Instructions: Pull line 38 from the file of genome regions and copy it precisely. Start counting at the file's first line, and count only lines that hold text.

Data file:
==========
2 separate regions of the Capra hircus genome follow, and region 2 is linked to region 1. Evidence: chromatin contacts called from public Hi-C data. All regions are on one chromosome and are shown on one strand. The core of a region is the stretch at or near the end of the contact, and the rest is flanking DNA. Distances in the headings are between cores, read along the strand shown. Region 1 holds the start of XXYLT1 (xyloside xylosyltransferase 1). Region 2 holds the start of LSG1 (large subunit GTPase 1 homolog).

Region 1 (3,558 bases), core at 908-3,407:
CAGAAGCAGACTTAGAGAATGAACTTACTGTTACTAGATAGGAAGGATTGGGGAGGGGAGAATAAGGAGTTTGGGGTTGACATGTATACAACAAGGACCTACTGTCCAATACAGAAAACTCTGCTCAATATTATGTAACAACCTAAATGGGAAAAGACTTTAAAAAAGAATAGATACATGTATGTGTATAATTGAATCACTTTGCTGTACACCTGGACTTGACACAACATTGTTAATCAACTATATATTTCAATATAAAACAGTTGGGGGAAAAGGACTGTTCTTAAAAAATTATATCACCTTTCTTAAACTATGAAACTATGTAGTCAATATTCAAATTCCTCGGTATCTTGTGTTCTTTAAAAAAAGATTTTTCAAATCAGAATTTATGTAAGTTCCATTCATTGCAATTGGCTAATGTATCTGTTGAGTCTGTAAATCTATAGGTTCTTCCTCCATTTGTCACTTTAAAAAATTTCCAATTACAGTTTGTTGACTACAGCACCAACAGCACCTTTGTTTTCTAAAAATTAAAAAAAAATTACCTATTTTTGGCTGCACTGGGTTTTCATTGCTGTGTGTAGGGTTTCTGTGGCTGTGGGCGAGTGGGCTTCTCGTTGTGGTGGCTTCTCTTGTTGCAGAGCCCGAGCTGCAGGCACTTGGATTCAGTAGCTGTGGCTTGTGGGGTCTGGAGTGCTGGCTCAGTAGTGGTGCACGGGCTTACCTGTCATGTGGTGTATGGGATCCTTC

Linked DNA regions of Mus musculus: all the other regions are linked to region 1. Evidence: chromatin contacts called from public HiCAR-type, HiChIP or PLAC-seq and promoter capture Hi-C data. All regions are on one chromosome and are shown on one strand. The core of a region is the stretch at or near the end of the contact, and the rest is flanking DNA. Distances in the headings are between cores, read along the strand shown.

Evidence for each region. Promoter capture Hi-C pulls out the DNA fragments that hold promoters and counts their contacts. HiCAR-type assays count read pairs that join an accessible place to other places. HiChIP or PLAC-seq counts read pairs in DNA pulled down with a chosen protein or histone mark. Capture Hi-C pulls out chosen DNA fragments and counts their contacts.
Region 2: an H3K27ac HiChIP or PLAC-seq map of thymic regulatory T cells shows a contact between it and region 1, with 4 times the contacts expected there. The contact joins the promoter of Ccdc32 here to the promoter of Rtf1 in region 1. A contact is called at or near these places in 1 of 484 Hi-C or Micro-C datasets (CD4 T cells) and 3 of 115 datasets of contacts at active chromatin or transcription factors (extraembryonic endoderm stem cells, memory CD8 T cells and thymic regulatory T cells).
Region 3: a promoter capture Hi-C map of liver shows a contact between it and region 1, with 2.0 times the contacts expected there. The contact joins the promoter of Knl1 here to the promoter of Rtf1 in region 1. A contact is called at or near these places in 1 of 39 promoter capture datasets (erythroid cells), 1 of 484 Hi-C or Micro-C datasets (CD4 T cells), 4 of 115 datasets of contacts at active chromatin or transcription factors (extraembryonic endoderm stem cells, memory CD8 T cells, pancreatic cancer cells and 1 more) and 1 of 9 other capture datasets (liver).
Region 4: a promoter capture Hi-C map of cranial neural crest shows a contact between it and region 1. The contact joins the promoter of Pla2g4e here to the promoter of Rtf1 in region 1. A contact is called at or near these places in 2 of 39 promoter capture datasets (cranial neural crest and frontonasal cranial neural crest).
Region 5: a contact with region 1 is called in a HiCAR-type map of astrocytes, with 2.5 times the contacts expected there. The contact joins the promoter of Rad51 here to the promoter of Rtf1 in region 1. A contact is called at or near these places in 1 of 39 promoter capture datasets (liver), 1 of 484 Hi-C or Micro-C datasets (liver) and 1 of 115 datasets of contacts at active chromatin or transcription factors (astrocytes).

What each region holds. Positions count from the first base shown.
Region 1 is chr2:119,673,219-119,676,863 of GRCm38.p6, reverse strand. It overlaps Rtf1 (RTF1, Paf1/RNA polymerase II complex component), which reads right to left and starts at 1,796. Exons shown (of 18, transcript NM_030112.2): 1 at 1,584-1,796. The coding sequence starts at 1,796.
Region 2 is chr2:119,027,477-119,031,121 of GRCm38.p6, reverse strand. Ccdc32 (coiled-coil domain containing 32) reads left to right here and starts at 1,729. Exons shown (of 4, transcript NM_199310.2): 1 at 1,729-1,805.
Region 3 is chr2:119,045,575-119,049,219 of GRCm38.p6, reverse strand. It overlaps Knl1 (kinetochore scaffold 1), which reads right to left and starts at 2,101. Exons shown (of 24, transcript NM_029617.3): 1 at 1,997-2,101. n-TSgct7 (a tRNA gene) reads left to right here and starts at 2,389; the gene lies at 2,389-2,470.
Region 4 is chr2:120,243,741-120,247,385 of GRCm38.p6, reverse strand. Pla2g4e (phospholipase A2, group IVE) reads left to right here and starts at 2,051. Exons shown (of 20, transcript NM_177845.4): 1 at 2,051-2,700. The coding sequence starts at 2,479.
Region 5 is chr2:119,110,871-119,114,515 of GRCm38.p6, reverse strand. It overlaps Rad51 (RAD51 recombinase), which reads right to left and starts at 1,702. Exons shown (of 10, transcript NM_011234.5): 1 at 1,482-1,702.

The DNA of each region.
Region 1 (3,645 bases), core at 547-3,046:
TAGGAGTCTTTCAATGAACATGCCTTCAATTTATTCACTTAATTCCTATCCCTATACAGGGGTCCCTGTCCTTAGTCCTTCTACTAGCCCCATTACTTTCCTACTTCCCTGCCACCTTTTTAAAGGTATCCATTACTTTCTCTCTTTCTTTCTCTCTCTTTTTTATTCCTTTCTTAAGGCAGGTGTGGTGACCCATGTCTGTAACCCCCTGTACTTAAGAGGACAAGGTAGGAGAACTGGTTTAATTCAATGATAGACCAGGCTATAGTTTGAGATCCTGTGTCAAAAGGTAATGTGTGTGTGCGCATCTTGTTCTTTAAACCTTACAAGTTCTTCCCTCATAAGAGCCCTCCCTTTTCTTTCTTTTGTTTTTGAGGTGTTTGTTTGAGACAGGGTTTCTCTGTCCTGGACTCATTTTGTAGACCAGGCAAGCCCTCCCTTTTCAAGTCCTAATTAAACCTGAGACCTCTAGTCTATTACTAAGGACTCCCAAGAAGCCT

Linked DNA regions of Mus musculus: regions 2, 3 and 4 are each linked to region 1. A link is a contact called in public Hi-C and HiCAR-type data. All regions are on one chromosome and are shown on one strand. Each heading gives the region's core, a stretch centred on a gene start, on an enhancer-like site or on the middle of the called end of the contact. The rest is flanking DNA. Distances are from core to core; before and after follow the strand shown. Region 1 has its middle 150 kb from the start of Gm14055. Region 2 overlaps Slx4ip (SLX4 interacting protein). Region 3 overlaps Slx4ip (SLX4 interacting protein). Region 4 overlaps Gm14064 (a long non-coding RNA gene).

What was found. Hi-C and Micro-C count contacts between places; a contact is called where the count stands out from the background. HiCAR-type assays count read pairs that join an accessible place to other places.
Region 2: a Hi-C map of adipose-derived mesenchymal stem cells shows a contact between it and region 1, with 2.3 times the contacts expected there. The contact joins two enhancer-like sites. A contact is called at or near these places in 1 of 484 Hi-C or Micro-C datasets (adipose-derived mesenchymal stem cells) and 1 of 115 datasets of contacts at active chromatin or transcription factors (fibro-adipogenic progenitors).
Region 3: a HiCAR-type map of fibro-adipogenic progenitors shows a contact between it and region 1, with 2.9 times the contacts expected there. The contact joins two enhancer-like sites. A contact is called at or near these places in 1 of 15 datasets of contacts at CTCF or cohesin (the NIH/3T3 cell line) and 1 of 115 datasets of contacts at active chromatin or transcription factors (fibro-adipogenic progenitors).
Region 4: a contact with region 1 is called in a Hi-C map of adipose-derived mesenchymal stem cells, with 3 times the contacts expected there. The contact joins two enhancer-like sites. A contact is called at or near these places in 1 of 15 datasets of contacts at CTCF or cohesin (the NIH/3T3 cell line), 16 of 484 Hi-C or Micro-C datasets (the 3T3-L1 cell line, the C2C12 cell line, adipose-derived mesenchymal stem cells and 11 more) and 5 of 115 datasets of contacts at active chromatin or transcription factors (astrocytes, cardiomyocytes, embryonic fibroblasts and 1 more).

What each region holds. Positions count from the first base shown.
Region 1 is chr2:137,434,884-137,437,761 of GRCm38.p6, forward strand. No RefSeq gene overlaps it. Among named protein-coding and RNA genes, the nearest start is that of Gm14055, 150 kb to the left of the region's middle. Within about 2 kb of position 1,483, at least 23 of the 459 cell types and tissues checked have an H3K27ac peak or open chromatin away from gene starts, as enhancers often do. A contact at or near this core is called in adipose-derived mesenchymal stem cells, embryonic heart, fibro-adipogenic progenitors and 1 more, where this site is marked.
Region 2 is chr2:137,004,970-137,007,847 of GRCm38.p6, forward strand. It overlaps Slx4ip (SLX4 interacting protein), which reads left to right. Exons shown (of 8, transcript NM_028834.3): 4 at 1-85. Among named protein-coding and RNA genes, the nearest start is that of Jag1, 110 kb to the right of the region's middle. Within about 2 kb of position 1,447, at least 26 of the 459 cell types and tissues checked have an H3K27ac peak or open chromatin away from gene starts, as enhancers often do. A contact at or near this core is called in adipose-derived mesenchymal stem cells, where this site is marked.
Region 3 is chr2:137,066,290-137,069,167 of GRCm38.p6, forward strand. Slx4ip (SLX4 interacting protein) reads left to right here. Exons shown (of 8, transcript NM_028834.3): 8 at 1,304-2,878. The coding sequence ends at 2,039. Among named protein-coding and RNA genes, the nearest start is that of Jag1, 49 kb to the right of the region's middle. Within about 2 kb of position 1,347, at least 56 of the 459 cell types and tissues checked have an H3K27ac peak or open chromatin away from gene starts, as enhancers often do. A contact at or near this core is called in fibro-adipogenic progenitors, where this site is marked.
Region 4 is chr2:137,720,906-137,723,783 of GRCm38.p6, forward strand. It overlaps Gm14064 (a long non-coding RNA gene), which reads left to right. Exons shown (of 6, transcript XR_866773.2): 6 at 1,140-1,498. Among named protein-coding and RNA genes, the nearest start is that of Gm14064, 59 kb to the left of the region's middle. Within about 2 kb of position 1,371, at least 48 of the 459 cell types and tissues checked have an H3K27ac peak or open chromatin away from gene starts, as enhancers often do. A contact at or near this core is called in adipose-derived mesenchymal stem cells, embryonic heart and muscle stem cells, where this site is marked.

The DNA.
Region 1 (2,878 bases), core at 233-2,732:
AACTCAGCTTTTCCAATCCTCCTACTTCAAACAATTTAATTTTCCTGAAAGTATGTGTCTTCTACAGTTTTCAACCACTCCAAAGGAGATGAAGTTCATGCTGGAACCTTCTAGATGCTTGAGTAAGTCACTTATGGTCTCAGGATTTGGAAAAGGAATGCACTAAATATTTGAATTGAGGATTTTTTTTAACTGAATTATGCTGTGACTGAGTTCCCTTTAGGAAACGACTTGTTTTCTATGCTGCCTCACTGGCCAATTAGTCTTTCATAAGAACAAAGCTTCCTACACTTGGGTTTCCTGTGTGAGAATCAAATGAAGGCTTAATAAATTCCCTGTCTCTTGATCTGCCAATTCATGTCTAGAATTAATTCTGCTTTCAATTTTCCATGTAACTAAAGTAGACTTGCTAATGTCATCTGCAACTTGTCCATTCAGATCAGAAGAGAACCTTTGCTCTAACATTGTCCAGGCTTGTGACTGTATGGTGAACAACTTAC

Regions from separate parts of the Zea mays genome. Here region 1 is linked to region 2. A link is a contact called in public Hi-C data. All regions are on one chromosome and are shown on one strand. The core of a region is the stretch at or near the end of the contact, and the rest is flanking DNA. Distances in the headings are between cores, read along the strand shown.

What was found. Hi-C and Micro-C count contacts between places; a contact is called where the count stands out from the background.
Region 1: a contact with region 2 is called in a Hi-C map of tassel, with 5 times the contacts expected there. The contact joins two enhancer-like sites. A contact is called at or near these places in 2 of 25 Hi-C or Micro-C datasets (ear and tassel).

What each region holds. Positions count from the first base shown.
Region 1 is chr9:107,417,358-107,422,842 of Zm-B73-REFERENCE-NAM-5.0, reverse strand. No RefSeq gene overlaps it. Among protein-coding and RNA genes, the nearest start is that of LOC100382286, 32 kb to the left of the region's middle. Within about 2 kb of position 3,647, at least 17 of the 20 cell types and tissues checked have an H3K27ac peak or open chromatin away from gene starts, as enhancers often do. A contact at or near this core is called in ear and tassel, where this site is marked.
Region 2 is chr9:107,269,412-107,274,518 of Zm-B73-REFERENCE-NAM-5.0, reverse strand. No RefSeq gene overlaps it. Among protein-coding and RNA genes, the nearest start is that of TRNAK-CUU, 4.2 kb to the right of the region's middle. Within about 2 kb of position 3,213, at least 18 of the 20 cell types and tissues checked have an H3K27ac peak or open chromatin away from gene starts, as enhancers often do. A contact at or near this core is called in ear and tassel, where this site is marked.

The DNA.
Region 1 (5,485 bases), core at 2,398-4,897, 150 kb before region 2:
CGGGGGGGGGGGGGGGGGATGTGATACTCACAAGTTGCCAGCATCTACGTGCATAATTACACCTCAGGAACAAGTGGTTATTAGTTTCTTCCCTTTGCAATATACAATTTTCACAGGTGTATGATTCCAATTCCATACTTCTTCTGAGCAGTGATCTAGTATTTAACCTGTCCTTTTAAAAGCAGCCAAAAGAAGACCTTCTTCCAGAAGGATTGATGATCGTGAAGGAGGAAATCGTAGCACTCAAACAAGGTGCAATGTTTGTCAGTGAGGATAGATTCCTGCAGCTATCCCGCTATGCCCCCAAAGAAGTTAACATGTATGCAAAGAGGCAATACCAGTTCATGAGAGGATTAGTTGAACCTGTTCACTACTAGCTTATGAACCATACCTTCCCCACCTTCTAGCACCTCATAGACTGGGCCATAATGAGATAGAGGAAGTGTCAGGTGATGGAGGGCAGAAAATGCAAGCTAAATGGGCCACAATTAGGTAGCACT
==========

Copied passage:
The DNA.